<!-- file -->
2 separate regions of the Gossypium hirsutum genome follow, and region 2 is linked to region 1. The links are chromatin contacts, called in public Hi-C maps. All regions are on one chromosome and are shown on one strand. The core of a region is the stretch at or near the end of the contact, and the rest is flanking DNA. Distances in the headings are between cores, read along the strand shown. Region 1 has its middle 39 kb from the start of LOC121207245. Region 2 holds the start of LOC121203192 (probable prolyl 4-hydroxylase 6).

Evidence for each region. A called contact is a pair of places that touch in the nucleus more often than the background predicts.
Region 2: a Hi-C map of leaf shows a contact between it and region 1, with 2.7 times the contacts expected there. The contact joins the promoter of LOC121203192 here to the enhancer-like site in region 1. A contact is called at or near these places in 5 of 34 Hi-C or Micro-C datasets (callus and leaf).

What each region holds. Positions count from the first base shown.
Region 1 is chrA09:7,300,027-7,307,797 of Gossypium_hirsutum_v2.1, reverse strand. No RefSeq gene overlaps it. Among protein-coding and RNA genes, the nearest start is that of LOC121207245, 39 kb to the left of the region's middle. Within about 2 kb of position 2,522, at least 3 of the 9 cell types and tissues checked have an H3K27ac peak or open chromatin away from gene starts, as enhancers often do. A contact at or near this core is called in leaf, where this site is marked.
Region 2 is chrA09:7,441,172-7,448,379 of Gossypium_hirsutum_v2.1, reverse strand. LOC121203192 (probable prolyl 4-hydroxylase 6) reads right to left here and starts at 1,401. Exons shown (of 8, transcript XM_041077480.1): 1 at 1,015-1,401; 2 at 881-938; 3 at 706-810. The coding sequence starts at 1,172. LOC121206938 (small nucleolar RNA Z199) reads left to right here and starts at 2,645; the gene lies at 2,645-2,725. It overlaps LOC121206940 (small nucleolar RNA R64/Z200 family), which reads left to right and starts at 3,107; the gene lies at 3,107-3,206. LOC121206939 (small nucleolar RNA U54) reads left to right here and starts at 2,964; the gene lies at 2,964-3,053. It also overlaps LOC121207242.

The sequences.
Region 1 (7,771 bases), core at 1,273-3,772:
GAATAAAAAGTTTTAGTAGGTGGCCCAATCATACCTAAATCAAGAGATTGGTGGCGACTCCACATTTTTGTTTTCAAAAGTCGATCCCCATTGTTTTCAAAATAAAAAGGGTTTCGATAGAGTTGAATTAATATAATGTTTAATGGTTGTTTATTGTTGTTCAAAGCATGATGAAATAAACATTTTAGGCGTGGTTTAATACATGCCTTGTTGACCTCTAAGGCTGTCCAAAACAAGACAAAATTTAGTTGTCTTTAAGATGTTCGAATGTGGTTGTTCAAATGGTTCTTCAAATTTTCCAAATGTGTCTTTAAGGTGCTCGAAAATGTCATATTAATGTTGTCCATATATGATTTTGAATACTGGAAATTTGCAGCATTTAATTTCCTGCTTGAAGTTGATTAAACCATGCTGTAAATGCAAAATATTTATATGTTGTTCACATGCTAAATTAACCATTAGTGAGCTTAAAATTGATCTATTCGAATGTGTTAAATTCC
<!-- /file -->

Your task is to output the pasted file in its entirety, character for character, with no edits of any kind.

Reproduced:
2 separate regions of the Gossypium hirsutum genome follow, and region 2 is linked to region 1. The links are chromatin contacts, called in public Hi-C maps. All regions are on one chromosome and are shown on one strand. The core of a region is the stretch at or near the end of the contact, and the rest is flanking DNA. Distances in the headings are between cores, read along the strand shown. Region 1 has its middle 39 kb from the start of LOC121207245. Region 2 holds the start of LOC121203192 (probable prolyl 4-hydroxylase 6).

Evidence for each region. A called contact is a pair of places that touch in the nucleus more often than the background predicts.
Region 2: a Hi-C map of leaf shows a contact between it and region 1, with 2.7 times the contacts expected there. The contact joins the promoter of LOC121203192 here to the enhancer-like site in region 1. A contact is called at or near these places in 5 of 34 Hi-C or Micro-C datasets (callus and leaf).

What each region holds. Positions count from the first base shown.
Region 1 is chrA09:7,300,027-7,307,797 of Gossypium_hirsutum_v2.1, reverse strand. No RefSeq gene overlaps it. Among protein-coding and RNA genes, the nearest start is that of LOC121207245, 39 kb to the left of the region's middle. Within about 2 kb of position 2,522, at least 3 of the 9 cell types and tissues checked have an H3K27ac peak or open chromatin away from gene starts, as enhancers often do. A contact at or near this core is called in leaf, where this site is marked.
Region 2 is chrA09:7,441,172-7,448,379 of Gossypium_hirsutum_v2.1, reverse strand. LOC121203192 (probable prolyl 4-hydroxylase 6) reads right to left here and starts at 1,401. Exons shown (of 8, transcript XM_041077480.1): 1 at 1,015-1,401; 2 at 881-938; 3 at 706-810. The coding sequence starts at 1,172. LOC121206938 (small nucleolar RNA Z199) reads left to right here and starts at 2,645; the gene lies at 2,645-2,725. It overlaps LOC121206940 (small nucleolar RNA R64/Z200 family), which reads left to right and starts at 3,107; the gene lies at 3,107-3,206. LOC121206939 (small nucleolar RNA U54) reads left to right here and starts at 2,964; the gene lies at 2,964-3,053. It also overlaps LOC121207242.

The sequences.
Region 1 (7,771 bases), core at 1,273-3,772:
GAATAAAAAGTTTTAGTAGGTGGCCCAATCATACCTAAATCAAGAGATTGGTGGCGACTCCACATTTTTGTTTTCAAAAGTCGATCCCCATTGTTTTCAAAATAAAAAGGGTTTCGATAGAGTTGAATTAATATAATGTTTAATGGTTGTTTATTGTTGTTCAAAGCATGATGAAATAAACATTTTAGGCGTGGTTTAATACATGCCTTGTTGACCTCTAAGGCTGTCCAAAACAAGACAAAATTTAGTTGTCTTTAAGATGTTCGAATGTGGTTGTTCAAATGGTTCTTCAAATTTTCCAAATGTGTCTTTAAGGTGCTCGAAAATGTCATATTAATGTTGTCCATATATGATTTTGAATACTGGAAATTTGCAGCATTTAATTTCCTGCTTGAAGTTGATTAAACCATGCTGTAAATGCAAAATATTTATATGTTGTTCACATGCTAAATTAACCATTAGTGAGCTTAAAATTGATCTATTCGAATGTGTTAAATTCC